In some organisations, an employee who gets additional educational qualification stands a great chance of being promoted.
For many people, going back to school while working is impossible. They quickly explain that the demands of their job and that of their families are stressing them out already, leaving no room for additional responsibility.
Experts admit that it is a tough proposition for an individual to further his or her education while working, but considering that some organisations are quick to reward additional qualification with a pay rise or promotion, it is something that ought to be considered.
According to experts, even people who are not ‘bothered’ about whether they get promoted or not, need to keep ‘further education’ in view because they risk becoming redundant as time goes by. When that happens, there is the likelihood that they will find themselves without a job and without enough qualification to get a new job in a fast-changing world with equally fast-changing employment requirements.
Although experts admit that juggling the demands of a job and that of school can be overwhelming, they say it can be made easy.
Steve Berman of www.monstercollege.com suggests the following:
Set your expectations
You know that going to school while you’re working 40 (or more) hours per week is going to be tough. Now, it is time to get real about how tough it is going to be. If you expect to get eight hours of sleep and three leisurely meals a day, you’re going to be very disappointed. Don’t be surprised if you have to pull some late nights studying. You can’t skip out on your work responsibilities even if you’re completely drained when that alarm clock wakes you up out of a deep slumber.
The best solution is to create a written log of how you expect to spend your time before you start your schooling. Be honest! Listing all the responsibilities in your life that you can’t afford to neglect will alert you to how much spare time you really have. This will help you figure out if combining the two is feasible and you’ll probably be more likely to avoid every student’s worst enemy: procrastination.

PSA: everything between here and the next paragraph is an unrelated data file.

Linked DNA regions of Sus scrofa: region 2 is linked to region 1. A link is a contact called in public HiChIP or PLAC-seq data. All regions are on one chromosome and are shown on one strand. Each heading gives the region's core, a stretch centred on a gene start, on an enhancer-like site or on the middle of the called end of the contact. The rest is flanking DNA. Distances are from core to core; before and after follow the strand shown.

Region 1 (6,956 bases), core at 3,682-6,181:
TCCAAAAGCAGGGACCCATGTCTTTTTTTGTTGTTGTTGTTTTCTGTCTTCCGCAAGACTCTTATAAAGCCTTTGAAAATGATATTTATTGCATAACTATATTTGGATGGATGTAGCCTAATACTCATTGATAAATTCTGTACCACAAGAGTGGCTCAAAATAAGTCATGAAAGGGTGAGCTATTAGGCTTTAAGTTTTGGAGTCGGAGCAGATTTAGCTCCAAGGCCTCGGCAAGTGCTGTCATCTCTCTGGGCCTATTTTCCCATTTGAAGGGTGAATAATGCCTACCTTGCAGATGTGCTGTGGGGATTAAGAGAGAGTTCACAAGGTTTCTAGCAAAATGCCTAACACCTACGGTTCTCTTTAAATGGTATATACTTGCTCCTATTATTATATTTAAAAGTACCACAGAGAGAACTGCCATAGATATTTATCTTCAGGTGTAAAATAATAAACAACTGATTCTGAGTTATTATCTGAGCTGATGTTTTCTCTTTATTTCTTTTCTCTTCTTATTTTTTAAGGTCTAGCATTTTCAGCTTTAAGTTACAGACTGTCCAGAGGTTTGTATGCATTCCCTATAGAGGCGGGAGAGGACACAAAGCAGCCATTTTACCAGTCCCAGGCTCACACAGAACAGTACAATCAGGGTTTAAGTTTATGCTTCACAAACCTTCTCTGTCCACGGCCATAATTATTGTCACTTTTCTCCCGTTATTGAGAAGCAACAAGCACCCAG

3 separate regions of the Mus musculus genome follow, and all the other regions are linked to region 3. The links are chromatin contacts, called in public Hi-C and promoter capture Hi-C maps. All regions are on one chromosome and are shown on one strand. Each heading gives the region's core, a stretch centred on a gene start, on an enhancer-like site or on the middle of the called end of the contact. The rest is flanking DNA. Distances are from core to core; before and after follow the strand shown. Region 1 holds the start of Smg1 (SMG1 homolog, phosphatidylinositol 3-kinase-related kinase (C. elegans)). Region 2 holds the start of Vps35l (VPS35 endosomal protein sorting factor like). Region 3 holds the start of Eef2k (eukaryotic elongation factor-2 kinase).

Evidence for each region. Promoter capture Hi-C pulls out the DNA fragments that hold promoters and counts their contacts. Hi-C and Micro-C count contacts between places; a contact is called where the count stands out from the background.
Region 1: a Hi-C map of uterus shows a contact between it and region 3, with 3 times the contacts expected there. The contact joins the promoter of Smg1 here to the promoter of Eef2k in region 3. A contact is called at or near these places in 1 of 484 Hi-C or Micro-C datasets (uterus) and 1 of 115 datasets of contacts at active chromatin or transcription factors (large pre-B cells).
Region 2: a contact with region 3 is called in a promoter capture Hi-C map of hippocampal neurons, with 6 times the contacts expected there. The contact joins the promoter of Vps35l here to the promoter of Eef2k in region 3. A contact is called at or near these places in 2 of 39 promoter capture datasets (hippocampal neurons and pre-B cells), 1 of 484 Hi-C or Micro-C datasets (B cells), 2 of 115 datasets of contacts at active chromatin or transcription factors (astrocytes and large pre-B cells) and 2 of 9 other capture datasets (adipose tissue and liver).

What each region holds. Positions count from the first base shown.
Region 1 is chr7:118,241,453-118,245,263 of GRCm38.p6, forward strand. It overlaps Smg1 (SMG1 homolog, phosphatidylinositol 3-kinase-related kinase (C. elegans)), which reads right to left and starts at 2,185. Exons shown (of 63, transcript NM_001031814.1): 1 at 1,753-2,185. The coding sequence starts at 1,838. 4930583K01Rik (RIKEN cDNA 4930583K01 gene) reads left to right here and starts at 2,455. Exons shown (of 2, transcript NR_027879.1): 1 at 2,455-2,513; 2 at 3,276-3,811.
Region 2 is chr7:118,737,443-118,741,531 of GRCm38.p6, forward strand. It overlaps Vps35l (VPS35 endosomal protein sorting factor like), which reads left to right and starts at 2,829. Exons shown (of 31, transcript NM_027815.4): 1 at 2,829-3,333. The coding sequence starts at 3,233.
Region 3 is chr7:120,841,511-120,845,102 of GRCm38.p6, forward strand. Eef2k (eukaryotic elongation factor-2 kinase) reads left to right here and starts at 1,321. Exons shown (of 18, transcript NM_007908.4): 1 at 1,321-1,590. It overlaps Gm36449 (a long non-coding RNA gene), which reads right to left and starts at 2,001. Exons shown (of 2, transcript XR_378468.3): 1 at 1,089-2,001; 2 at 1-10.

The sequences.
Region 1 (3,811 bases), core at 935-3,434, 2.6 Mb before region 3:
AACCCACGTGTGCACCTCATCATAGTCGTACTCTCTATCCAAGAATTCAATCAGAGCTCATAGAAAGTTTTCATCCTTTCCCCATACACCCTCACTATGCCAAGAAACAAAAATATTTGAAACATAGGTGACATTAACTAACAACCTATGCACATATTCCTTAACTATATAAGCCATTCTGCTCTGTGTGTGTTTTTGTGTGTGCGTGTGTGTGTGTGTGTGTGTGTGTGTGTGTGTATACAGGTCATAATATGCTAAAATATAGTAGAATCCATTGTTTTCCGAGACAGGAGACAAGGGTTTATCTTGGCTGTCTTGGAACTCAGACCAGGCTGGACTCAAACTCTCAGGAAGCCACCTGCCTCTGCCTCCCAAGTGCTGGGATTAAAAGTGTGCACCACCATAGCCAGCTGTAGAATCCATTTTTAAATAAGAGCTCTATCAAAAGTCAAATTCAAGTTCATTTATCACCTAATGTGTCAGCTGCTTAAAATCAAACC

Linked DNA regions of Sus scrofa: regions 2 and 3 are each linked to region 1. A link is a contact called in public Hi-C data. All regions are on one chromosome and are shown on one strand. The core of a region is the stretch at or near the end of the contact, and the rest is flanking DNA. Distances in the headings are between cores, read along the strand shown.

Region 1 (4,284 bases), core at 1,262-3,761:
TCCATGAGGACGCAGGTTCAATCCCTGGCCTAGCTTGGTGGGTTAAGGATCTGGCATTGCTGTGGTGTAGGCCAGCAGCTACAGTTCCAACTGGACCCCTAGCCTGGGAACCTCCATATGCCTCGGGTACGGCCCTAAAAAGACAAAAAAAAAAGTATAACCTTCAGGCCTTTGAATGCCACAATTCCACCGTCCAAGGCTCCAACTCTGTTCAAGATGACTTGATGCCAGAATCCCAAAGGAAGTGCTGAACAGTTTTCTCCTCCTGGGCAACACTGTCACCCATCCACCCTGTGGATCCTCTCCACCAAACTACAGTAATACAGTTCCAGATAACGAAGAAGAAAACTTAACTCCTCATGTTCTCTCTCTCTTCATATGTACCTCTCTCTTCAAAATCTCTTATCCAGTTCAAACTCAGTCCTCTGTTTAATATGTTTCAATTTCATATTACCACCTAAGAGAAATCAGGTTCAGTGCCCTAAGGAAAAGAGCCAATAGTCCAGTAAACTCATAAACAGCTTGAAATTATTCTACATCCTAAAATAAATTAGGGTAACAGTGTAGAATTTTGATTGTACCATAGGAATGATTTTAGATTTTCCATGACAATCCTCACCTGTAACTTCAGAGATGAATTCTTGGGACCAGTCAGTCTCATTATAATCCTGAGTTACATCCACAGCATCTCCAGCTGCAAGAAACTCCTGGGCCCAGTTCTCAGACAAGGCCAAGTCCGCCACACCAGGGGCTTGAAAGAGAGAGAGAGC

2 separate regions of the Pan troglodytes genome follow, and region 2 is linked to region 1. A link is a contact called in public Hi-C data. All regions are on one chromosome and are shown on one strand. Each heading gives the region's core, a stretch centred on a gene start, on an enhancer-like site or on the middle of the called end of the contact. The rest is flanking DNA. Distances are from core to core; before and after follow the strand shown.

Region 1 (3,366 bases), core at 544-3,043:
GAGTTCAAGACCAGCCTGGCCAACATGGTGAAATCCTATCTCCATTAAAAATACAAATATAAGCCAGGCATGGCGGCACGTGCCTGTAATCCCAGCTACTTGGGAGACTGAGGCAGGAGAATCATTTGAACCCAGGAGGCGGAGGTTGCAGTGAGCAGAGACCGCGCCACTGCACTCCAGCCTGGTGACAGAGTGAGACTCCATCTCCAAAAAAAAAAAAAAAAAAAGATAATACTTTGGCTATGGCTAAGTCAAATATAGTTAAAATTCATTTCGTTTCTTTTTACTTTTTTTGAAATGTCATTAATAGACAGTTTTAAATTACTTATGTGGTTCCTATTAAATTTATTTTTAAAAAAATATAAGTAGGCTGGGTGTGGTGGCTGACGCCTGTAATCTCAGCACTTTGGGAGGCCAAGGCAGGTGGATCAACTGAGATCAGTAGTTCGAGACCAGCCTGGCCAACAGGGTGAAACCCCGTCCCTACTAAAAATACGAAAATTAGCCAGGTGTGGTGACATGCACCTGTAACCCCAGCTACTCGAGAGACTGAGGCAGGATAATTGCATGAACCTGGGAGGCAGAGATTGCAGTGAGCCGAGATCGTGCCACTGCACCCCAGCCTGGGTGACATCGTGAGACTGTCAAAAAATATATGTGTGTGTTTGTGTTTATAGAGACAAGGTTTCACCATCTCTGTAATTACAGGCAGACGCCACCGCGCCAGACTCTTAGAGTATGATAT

Know your goals
Don’t go back to school because you are bored or hope you’ll be inspired to some greater heights than you can imagine right now. If you don’t have a tangible reason to learn new skills or pursue a degree, you’ll be far less likely to succeed.
Remember, school can be costly in terms of moneyand time. Make sure it is worth your while. Only learn new skills for your current job if it will make you a markedly better employee, and preferably, put you in line for a promotion or raise. If you are going for a degree, have a clear plan as to how that degree is going to help your career aspirations.
Treat school like it’s your job
Many people are tempted by online schools because they think the curriculum will be easier than traditional in-the-classroom schooling, like the difference between an open-book or closed-book test. Wrong. As online schools become more mainstream, their reputations are at stake. As a result, the curriculum at online universities and colleges can actually be more intensive than what you’re used to.
If the way you attend class is at home via your computer, treat it like any other kind of school. Give yourself a private area to study where loved ones or the TV can’t distract you. And if you’re attending classes after work in an actual classroom, don’t be tempted to skip out because of an unforeseen distraction. It’s really true that a large part of success is showing up. Miss one class and it’ll be easier to miss another.
You can’t make your friends go to work for you, and you definitely shouldn’t copy anybody else’s homework. Still, it is almost impossible — and definitely foolhardy — to work a full-time job and go to school at the same time without any help. Let people you trust know that you’re going to need some support.
Whether it’s a relative picking up your daughter from school or your spouse taking over dinner duties, it’s extremely important to accept help when offered, and to ask for it when needed. One person can only handle so much, and your true friends and loved ones should be happy to help as long as they aren’t being taken advantage of. Reward them with small tokens of appreciation and remember to thank them after you’ve reached your educational goals.
And finally, remember that you can do it. You can work hard during the day and still have the ability to focus on your schooling at night. It won’t be easy, but the payoff can be tremendous. Just make sure to understand what exactly it is you’re working toward, focus on time management and build a solid support system you can lean on when times (and classroom assignments) get tough. If you can do those things, continuing education is an investment in yourself that’s sure to pay off.
Learn to cope with stress
According to experts, there is virtually no way an individual can avoid stress when combining work and school. Consequently, they advise people who are juggling the two to learn to accept the stress that comes with it.
“School and work and projects and tests and friends and family will ensure your life will always be slightly crazy. So the sooner you embrace your new, wild schedule, the less it will gnaw at you,” writes health coach, Laura Bloor on her blog, www.tenaciouslee.com. “What helped me the most was to stop thinking about the grades. Again, this was another trick I learned at the end of the semester.”
She says when the results for that semester were released, she discovered that she did better in the final tests, the ones she didn’t care whether she performed well in.
Written by: Simon Ejembi